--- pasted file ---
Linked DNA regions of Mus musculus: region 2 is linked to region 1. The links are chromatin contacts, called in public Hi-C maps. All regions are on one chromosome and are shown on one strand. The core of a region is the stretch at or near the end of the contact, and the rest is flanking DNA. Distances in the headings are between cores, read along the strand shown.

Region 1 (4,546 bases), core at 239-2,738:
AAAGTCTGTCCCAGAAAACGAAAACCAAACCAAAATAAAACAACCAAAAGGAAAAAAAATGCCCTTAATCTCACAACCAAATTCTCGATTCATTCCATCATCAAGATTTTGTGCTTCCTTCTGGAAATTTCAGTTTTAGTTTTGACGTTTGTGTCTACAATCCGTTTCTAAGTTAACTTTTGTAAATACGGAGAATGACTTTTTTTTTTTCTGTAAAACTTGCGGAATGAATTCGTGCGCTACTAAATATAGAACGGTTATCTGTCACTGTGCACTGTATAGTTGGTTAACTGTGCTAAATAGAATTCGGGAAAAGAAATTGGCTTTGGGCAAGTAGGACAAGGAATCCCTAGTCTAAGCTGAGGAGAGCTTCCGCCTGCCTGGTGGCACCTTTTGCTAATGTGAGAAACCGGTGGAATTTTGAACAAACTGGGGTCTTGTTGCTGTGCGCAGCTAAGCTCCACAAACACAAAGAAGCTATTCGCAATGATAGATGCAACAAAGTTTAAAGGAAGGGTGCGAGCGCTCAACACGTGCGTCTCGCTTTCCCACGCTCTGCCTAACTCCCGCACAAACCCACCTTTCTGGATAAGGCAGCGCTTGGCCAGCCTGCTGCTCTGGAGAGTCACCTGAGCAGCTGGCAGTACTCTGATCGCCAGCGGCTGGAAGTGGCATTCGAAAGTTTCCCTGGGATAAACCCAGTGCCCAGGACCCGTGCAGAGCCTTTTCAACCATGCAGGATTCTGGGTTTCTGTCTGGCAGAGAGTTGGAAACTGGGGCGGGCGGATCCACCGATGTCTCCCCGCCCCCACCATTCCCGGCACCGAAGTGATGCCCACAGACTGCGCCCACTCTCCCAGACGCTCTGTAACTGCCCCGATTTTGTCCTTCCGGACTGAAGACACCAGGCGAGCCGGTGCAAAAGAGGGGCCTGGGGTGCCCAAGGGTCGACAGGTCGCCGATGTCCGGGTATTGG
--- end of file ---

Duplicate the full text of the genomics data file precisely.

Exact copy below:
Linked DNA regions of Mus musculus: region 2 is linked to region 1. The links are chromatin contacts, called in public Hi-C maps. All regions are on one chromosome and are shown on one strand. The core of a region is the stretch at or near the end of the contact, and the rest is flanking DNA. Distances in the headings are between cores, read along the strand shown.

Region 1 (4,546 bases), core at 239-2,738:
AAAGTCTGTCCCAGAAAACGAAAACCAAACCAAAATAAAACAACCAAAAGGAAAAAAAATGCCCTTAATCTCACAACCAAATTCTCGATTCATTCCATCATCAAGATTTTGTGCTTCCTTCTGGAAATTTCAGTTTTAGTTTTGACGTTTGTGTCTACAATCCGTTTCTAAGTTAACTTTTGTAAATACGGAGAATGACTTTTTTTTTTTCTGTAAAACTTGCGGAATGAATTCGTGCGCTACTAAATATAGAACGGTTATCTGTCACTGTGCACTGTATAGTTGGTTAACTGTGCTAAATAGAATTCGGGAAAAGAAATTGGCTTTGGGCAAGTAGGACAAGGAATCCCTAGTCTAAGCTGAGGAGAGCTTCCGCCTGCCTGGTGGCACCTTTTGCTAATGTGAGAAACCGGTGGAATTTTGAACAAACTGGGGTCTTGTTGCTGTGCGCAGCTAAGCTCCACAAACACAAAGAAGCTATTCGCAATGATAGATGCAACAAAGTTTAAAGGAAGGGTGCGAGCGCTCAACACGTGCGTCTCGCTTTCCCACGCTCTGCCTAACTCCCGCACAAACCCACCTTTCTGGATAAGGCAGCGCTTGGCCAGCCTGCTGCTCTGGAGAGTCACCTGAGCAGCTGGCAGTACTCTGATCGCCAGCGGCTGGAAGTGGCATTCGAAAGTTTCCCTGGGATAAACCCAGTGCCCAGGACCCGTGCAGAGCCTTTTCAACCATGCAGGATTCTGGGTTTCTGTCTGGCAGAGAGTTGGAAACTGGGGCGGGCGGATCCACCGATGTCTCCCCGCCCCCACCATTCCCGGCACCGAAGTGATGCCCACAGACTGCGCCCACTCTCCCAGACGCTCTGTAACTGCCCCGATTTTGTCCTTCCGGACTGAAGACACCAGGCGAGCCGGTGCAAAAGAGGGGCCTGGGGTGCCCAAGGGTCGACAGGTCGCCGATGTCCGGGTATTGG